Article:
Jack is a shy and awkward man who drives a limo and lives an unassuming life. His friend and co-worker, Clyde, and his wife Lucy, feel sorry for Jack and set him up on a blind date with Connie. Connie shares Jack's shyness and awkwardness, but through each other they seem to be able to find solace within themselves. Trouble might be brewing in paradise though, as Clyde and Lucy's marriage stumbles just as Jack and Connie's relationship grows. Written by
Philip Seymour Hoffman's first and only directorial effort. See more »
I even imagined it with you.
In a bathtub, I imagined I was with you.
You took a bath?
No, I was in a bathtub imagining it was a pitch black night. We were in a bed in a spaceship flying through superspace.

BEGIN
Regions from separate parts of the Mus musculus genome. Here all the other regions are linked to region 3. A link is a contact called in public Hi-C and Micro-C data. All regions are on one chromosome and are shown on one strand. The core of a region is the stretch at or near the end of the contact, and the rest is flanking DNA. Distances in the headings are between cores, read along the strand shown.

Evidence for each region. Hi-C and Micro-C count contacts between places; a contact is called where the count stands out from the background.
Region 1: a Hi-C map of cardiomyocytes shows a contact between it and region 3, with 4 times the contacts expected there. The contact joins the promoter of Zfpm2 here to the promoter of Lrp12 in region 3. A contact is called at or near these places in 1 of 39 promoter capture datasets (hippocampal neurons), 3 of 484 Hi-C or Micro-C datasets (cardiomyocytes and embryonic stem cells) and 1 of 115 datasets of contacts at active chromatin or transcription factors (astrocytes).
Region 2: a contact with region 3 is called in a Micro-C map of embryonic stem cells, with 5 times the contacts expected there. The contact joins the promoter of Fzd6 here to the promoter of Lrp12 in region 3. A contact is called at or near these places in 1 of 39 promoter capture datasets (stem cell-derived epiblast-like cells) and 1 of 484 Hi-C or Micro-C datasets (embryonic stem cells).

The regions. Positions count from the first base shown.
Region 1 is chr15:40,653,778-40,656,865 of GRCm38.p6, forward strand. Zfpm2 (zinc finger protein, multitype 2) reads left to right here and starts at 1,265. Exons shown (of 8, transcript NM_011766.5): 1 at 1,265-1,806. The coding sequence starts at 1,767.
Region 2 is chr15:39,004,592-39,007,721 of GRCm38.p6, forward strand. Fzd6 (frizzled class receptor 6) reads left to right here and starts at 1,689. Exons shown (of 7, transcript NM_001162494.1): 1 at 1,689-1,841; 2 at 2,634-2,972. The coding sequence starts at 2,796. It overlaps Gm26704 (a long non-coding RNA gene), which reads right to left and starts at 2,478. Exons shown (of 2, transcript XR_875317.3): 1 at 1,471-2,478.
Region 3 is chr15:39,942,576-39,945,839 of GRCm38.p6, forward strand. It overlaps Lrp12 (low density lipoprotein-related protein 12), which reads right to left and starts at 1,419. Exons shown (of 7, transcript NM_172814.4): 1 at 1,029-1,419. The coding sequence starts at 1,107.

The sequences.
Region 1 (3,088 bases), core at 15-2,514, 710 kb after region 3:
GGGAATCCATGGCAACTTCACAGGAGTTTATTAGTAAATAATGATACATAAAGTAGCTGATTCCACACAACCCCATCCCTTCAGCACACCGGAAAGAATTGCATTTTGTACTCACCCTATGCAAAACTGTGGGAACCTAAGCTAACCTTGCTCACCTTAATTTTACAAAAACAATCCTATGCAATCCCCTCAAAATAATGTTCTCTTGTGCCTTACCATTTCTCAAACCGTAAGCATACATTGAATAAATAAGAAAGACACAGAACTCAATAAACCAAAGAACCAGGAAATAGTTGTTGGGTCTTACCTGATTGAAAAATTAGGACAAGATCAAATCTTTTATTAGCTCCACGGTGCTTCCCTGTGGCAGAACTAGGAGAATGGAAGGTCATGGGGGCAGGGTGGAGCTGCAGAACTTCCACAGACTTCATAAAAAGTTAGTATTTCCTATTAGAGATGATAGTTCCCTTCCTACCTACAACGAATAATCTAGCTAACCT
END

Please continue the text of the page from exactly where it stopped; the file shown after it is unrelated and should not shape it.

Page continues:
That... that's a long way off... space travel for tourists.
See more »
This film is a tale of two couples in New York, whose love and betrayal unfold as their friendship progresses.
As a drama about the relationship between four people, you would expect the characters to be interesting, dynamic and simply alive. However, in "Jack Goes Boating", the characters are not sculpted or portrayed in the way that makes you care about them. None of them are interesting or sympathetic. There is little chemistry between the characters, seeing them in one room together is more like them having separate monologues about different topics. There is simply no connection between the characters, also between characters and viewers. The dialogs are bland and boring. The pacing is so slow that almost nothing happens in the 85 minutes of screen time. "Jack Goes Boating" to me is an abysmal failure.
13 of 22 people found this review helpful.
Was this review helpful to you?